Provide the ultimate home away from home. Create the ultimate resource for families traveling across the country as their loved ones ford the path from injury to recovery.
In September 2016, as the 13,000-square-foot lodging facility opened, that intent had been made real. Within its first weekend, 11 of Suzanne Scott Family Housing at QLI’s 14 living spaces—a mix of hotel-style suites and full-size apartments equipped to meet the needs of an entire family unit—were occupied.
It isn’t difficult to witness the monumental impact of QLI’s home away from home. Since the facility’s opening, its tenants have numbered into the thousands. The three-year tally includes hundreds of families from 40 states and several international families who have crossed borders for QLI’s rehabilitation and care services. Among these numbers you find not just immediate family members, but cousins, aunts, grandparents, and family friends. The critical pieces of a family unit just seconds away.
Yet, in the three years it has welcomed guests, QLI’s family housing facility has become something greater than the sum of its parts. It’s more than a quiet haven, more than clean beds and scenic overlooks.
Rather, Suzanne Scott Family Housing at QLI serves as a gateway to QLI—both in its location and as a space in which the effects of rehabilitation are both readily apparent and put into practice
“We took inspiration from models like Ronald McDonald House Charities for this kind of service,” says Josie Godek, QLI’s Family Housing Coordinator, “but we have the advantage of being able to make unique accommodations for families—and for our rehab population—because this is our space.”
The house’s amenities double as real-world training resources. Rehab clients and their families frequently work with clinicians in the house’s true-to-life living environment. For a person to truly enjoy independence at home, the people in their support system require tremendous hands-on education and deliberate practice. QLI therapy teams can leverage the family housing facility as a training ground to communicate what support will ensure the greatest continued success.
This form of training can be as targeted or as extended as QLI clinicians deem necessary. Physical and occupational therapists supervise proper transfers in and out of wheelchairs from a range of life-like situations. Life skills coaches can provide real-time education about safe cooking practices and meal preparation. Even QLI’s family services team, which helps families navigate the unfamiliar emotional territory of catastrophic injury, uses the family housing space to connect in a more personal environment.
Godek recalls a recent story in which QLI clinicians created an outside-the-box solution for a rehabilitation participant preparing to return to their hometown:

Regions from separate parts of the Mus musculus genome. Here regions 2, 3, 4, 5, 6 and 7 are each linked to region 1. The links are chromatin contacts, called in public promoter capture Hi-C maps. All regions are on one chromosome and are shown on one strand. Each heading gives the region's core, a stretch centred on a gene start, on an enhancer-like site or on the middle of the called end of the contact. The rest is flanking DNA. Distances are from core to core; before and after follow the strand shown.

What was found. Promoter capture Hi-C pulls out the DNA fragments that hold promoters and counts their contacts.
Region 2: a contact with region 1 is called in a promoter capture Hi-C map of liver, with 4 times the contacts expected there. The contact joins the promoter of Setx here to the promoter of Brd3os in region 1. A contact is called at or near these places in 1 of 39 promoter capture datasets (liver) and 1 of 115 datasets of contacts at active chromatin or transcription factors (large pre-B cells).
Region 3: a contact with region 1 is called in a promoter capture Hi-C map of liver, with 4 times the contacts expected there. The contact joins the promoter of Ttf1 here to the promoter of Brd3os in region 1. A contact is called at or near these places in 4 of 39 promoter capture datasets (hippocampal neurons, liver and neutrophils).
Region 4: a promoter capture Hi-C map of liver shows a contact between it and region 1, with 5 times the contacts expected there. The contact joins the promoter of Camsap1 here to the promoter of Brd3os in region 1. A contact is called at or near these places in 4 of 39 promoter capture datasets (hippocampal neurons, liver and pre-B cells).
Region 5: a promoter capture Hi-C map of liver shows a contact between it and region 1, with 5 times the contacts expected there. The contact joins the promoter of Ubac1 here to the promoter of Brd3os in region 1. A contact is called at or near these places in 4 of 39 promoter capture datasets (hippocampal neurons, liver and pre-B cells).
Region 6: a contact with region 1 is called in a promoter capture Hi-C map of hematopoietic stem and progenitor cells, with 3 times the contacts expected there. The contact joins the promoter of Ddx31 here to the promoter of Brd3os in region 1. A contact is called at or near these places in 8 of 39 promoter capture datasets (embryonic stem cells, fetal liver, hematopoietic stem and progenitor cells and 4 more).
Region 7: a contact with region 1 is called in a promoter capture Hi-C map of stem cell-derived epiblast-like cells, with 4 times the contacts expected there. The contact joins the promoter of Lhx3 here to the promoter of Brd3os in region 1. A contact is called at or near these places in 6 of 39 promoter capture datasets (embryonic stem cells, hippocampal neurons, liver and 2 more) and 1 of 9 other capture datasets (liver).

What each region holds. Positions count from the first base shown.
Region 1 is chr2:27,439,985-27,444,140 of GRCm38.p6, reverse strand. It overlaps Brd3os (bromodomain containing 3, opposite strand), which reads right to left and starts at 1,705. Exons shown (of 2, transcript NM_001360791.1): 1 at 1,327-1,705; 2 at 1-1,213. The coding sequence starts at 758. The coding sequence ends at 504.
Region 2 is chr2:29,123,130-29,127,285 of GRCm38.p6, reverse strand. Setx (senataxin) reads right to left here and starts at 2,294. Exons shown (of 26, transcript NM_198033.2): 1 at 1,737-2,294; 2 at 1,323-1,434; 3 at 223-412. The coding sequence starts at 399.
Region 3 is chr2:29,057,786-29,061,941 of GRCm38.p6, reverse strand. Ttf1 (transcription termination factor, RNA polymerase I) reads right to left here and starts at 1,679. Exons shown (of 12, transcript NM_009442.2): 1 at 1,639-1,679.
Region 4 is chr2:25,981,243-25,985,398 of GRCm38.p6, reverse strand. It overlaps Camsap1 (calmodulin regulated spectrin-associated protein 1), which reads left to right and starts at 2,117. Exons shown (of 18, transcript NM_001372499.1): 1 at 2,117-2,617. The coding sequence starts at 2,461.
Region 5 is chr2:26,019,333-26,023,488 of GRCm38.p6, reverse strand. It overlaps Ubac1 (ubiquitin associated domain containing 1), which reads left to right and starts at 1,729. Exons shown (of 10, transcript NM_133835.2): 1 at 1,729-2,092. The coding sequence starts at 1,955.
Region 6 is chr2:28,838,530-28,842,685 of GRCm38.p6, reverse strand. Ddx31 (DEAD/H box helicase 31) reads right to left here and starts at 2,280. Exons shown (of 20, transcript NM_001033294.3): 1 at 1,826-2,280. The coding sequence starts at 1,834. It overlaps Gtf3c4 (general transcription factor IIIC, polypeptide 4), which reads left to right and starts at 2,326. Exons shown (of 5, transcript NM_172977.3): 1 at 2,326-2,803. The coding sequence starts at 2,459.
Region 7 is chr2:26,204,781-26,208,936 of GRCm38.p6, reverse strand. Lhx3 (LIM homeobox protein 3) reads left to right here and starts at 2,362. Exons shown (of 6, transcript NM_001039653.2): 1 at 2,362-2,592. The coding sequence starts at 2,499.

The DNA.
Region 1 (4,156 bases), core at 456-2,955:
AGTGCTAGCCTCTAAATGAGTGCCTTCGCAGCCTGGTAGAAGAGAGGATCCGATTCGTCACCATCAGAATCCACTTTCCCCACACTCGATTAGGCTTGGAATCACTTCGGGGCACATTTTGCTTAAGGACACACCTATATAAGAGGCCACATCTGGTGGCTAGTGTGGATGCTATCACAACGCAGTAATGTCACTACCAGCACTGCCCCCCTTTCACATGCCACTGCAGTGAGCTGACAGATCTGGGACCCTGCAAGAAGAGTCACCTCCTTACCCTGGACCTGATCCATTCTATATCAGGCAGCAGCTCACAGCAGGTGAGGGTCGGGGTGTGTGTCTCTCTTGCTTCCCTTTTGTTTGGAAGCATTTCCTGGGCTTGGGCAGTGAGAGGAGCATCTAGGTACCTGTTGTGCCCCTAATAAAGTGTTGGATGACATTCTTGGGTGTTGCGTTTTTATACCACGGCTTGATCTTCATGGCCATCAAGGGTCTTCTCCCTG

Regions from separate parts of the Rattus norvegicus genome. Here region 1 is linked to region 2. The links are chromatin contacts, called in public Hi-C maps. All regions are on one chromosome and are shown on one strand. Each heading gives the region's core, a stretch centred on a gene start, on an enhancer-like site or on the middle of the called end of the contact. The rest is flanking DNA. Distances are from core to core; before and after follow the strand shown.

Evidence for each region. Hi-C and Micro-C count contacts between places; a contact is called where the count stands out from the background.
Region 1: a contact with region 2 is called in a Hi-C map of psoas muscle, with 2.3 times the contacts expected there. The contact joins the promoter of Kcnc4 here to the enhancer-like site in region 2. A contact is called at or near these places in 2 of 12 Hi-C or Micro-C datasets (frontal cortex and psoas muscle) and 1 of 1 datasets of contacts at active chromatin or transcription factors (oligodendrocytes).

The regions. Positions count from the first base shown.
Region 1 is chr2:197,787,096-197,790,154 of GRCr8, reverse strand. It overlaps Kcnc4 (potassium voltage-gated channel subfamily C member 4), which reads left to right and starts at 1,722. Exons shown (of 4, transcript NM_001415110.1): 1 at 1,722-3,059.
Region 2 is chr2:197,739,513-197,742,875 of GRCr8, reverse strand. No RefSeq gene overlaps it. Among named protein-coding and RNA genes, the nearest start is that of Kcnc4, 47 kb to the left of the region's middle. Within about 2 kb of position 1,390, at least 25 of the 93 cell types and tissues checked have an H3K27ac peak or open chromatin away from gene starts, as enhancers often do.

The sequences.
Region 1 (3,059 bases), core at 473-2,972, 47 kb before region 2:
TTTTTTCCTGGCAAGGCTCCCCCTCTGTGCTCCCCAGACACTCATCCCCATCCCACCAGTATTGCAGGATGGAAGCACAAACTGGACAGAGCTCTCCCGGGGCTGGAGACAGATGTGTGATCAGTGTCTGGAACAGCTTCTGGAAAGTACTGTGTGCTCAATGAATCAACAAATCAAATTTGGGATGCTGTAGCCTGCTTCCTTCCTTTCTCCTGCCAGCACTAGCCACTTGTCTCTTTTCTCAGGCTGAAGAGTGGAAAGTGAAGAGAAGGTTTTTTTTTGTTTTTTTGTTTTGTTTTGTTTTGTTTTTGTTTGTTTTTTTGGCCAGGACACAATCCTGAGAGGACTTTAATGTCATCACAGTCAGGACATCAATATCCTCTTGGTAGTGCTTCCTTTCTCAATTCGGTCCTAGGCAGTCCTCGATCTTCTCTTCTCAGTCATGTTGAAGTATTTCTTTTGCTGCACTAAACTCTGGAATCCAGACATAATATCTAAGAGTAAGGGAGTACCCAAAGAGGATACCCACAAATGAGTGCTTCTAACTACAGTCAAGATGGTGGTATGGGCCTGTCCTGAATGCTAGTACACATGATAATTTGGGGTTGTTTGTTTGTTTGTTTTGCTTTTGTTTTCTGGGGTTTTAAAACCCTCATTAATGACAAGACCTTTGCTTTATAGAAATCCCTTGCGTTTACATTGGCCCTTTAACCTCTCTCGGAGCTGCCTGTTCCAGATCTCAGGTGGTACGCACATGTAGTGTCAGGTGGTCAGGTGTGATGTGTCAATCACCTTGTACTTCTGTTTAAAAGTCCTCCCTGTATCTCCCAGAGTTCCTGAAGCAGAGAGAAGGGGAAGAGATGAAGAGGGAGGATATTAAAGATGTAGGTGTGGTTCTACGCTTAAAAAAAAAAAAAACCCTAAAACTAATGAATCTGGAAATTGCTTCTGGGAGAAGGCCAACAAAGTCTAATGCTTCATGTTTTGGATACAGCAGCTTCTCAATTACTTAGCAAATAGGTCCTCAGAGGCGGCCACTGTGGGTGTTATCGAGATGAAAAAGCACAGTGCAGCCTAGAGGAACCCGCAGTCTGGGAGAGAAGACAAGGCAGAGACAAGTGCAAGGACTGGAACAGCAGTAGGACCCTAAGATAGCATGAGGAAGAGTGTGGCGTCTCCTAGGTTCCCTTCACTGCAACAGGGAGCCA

“The clinical team proposed this young woman use the last five weeks of her rehab to stay in our family housing with her family. She was able to do the girls’ baths, read to them at night, do some simple meal prep. In their home, prior to her injury, she was the person who did those things. She took pride in that.
Those bits of realism are so very important, but it’s also important that families are able to have that time together. Did we know when we opened the doors that that would be something we’d try? Probably not. But it was a need that arose organically and we were able to respond to it.”
It’s because of team members like Godek and the broader family services team that QLI is capable of responding to those needs at all.
Godek, who carries on her resume more than twenty years of clinical experience across all parts of QLI’s diverse campus, serves as liaison and advocate for those residing within the house. She’s an empathetic voice for their loss and confusion and eventual hope.
Even more, QLI’s family services team is a team of bridge builders, connecting current tenants on QLI’s campus with families who lived through and triumphed beyond similar circumstances months or years ago, creating life-changing bonds that can mean the difference between exhaustion and perseverance.
“Our goal with family housing is the same as our goal with anything at QLI,” Godek says. “It’s about being a part of something bigger than yourself. How do we, as a team, do what’s best for the families we serve in every situation?”
Early in the facility’s planning, it was agreed that, in order to maintain that commitment to excellence, families residing in the house would never be asked to pay a required fee. Instead, Suzanne Scott Family Housing at QLI operates on donations from the Omaha community and from the families themselves.
Godek explains, “It’s extremely rare for a family not to be affected financially by an injury like the ones we treat at QLI. No one plans to face a crisis like a catastrophic injury. Because of that, we’ll never turn a family away based on their ability or inability to provide a donation.”
The idea of family housing at QLI began as effort to give families a safe space—to be a glimpse of certainty in the fog of injury, to be a point of clarity in a time when little is obvious, to be a source of respite amidst the most exhausting of turmoils. And yet, its usefulness only continues to evolve and its impact only continues to grow.
Indeed, Suzanne Scott Family Housing at QLI is more than a house on the hill overlooking a healthcare facility. It’s a window into the way post-acute rehabilitation changes lives.
Not just for the individual recovering from the injury, but for everyone who feels the effects of that injury from hundreds and thousands of miles away.
“We do what we do because, frankly, it’s the right thing,” Godek says. “I can’t fathom how any other company would do it another way.”
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